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Ganesh Singh Vs. Sujhari Kuar - Court Judgment

LegalCrystal Citation
SubjectProperty
CourtAllahabad High Court
Decided On
Judge
Reported in(1888)ILR10All47
AppellantGanesh Singh
RespondentSujhari Kuar
Excerpt:
mortgage - mortgagee of non-transferable property--right to sue for mortgage-money--act iv of 1882 (transfer of property act), section 68 (b), (c). - - he has been defeated upon the ground that section 68, clause, of act iv of 1882, made it obligatory upon him to require the respondent to give him another sufficient security for his debt, a step which admittedly he has not taken. while it is certain that the respondent must have known that she was mortgaging an estate which was by law not transferable, the appellant may well have believed that her tenure was of a transferable character......estate which was by law not transferable, the appellant may well have believed that her tenure was of a transferable character. the appeal is decreed, and the appellant's claim is decreed with costs in all the courts.
Judgment:

Brodhurst and Tyrrell, JJ.

1. The respondent in this ease gave the appellant a mortgage upon a cultivatory holding. It turned out that that cultivatory holding was of the non-transferable kind referred to in Section 9 of the N. W. P. Rent Act. The respondent was in consequence unable to give possession to the appellant, and he has therefore brought this suit to recover his money. He has been defeated upon the ground that Section 68, Clause, of Act IV of 1882, made it obligatory upon him to require the respondent to give him another sufficient security for his debt, a step which admittedly he has not taken. The Courts below accordingly dismissed the appellant's claim.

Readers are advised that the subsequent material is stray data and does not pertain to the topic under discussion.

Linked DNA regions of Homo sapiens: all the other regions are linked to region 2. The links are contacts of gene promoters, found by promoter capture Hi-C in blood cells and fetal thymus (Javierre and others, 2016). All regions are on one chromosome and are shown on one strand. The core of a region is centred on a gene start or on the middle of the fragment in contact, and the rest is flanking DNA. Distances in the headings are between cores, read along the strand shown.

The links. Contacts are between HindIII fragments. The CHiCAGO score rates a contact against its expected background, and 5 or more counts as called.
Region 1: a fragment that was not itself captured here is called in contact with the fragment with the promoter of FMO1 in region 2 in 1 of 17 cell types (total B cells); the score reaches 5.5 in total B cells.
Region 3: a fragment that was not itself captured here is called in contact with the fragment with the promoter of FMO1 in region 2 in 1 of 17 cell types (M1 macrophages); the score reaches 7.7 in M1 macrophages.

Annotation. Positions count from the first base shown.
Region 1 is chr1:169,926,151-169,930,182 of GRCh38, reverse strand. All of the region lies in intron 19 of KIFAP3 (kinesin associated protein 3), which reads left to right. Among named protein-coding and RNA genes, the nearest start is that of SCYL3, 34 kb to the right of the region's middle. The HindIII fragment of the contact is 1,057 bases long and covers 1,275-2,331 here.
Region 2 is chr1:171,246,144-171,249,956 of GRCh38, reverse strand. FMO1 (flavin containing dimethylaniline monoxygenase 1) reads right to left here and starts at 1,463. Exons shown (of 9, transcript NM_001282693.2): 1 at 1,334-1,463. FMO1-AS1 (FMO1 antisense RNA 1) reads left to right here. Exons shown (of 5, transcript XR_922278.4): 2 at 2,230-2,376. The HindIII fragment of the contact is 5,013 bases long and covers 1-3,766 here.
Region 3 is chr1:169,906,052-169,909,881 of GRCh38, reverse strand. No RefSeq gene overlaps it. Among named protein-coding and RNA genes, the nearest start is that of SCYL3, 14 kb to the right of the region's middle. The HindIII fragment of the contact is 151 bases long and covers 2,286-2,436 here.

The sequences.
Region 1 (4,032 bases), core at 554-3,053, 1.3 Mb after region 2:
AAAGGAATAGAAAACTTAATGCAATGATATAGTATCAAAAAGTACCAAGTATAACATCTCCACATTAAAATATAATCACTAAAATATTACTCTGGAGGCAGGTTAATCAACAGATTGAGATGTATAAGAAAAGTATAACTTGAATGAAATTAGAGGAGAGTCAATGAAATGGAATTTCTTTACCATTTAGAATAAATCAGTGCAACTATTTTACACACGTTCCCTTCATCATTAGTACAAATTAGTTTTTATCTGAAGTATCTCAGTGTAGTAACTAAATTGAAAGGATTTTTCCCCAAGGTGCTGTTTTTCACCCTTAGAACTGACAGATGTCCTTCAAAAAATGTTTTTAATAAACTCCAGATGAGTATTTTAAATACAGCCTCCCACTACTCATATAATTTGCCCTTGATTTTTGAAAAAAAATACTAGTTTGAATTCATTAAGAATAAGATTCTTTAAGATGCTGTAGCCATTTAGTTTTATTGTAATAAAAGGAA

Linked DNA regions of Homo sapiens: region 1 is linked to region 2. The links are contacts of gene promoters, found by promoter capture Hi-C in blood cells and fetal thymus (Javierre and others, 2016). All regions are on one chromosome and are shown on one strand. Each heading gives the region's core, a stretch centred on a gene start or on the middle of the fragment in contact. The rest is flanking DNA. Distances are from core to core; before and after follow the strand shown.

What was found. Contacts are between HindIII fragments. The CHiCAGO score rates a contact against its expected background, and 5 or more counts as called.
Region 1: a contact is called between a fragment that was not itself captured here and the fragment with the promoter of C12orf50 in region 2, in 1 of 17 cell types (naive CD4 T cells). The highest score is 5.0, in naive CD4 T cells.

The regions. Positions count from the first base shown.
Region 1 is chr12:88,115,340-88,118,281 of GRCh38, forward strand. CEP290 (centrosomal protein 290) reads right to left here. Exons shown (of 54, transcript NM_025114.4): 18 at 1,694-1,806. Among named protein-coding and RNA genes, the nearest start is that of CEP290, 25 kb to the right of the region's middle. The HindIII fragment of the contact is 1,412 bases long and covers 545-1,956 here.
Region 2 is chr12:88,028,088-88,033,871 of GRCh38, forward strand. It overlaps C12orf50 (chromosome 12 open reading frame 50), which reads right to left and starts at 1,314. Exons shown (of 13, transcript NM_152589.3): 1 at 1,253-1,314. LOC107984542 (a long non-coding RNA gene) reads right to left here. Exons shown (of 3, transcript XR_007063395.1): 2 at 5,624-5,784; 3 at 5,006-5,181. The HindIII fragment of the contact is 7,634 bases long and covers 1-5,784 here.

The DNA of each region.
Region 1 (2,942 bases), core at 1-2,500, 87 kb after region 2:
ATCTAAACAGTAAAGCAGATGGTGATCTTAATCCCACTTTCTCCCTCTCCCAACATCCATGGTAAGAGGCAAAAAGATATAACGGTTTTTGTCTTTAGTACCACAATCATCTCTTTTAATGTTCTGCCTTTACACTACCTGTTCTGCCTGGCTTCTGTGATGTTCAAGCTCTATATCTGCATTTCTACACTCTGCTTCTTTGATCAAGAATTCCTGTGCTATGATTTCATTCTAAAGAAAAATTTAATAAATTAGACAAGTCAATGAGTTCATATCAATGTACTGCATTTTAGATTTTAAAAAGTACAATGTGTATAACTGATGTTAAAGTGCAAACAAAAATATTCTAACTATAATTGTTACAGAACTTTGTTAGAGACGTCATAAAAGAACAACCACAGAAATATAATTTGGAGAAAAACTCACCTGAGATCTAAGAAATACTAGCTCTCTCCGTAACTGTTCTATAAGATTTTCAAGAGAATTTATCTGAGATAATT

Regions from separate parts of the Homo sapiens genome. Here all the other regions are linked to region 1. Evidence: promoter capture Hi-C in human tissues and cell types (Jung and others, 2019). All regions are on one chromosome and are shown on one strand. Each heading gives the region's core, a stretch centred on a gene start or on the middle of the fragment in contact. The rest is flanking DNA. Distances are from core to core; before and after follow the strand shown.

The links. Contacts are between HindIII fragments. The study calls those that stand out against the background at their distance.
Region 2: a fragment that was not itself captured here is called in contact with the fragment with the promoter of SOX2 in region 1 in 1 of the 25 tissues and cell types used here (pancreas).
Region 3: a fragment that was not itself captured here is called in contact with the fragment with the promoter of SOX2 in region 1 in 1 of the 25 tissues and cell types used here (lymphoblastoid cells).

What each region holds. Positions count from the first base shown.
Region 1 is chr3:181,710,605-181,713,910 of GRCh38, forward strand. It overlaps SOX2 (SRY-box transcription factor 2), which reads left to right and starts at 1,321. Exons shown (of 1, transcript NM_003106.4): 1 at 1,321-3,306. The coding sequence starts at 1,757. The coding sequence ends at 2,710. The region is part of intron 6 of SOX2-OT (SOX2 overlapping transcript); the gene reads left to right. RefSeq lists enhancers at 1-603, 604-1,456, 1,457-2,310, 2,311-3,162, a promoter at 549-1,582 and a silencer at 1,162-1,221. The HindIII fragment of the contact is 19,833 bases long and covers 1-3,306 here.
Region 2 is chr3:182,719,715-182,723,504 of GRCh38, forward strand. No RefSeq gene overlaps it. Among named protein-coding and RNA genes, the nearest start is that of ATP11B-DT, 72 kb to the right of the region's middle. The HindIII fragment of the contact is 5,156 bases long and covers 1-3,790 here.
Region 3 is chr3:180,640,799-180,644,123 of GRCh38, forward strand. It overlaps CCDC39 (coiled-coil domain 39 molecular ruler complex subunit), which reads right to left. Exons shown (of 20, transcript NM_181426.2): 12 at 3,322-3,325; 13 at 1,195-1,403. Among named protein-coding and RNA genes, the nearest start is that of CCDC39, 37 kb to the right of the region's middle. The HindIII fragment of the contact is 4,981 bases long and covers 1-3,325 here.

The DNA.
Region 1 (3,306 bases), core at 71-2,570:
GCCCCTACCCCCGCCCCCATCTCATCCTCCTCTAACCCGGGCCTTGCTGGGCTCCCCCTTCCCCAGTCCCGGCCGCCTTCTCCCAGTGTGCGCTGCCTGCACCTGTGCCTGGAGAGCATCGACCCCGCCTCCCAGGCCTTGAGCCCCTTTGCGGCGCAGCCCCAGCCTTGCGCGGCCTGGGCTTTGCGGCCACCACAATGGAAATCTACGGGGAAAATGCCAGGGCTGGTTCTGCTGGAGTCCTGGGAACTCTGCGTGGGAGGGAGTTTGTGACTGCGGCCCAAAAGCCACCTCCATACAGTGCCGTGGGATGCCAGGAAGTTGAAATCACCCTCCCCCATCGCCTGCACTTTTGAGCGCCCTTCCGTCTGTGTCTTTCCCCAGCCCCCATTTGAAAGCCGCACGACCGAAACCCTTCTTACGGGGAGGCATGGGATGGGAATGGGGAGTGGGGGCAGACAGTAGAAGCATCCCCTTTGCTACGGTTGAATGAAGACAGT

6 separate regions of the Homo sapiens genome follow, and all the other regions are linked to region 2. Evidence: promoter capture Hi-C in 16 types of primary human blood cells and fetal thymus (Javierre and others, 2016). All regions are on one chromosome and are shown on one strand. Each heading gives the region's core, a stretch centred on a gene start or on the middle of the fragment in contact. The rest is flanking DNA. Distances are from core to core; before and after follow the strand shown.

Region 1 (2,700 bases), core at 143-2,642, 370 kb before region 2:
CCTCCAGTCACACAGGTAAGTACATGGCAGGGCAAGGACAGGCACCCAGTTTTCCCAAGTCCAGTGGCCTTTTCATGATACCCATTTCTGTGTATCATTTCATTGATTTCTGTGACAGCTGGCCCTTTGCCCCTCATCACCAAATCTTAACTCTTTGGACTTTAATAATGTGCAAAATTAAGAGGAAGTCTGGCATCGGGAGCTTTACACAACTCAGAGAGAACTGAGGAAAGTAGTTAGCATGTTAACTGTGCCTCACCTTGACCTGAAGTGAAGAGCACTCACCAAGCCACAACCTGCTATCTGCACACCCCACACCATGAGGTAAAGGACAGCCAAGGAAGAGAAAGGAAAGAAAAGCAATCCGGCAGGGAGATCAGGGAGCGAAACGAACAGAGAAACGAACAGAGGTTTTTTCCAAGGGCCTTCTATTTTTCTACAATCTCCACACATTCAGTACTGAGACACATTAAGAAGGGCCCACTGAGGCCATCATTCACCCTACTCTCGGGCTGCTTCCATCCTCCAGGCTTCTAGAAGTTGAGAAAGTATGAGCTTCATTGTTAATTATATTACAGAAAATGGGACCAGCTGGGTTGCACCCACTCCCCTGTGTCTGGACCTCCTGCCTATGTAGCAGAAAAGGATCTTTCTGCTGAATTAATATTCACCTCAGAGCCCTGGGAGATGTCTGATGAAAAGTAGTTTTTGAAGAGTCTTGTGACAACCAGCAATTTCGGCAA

2. In second appeal it is argued that Clause (b) of the above section contains the law applicable to the circumstances of this case, because the mortgagee has been deprived of the whole of his security in consequence of the default of the mortgagor. This contention must prevail. It is unquestionable that the mortgagor is in default, and the only plea urged here against the appellant is that he knew the law and was aware that the security he was taking was not transferable to him. Even if this consideration was sufficient to defeat his present claim, it is to be observed that it is not proved, or even asserted, that the appellant had this knowledge. While it is certain that the respondent must have known that she was mortgaging an estate which was by law not transferable, the appellant may well have believed that her tenure was of a transferable character. The appeal is decreed, and the appellant's claim is decreed with costs in all the Courts.


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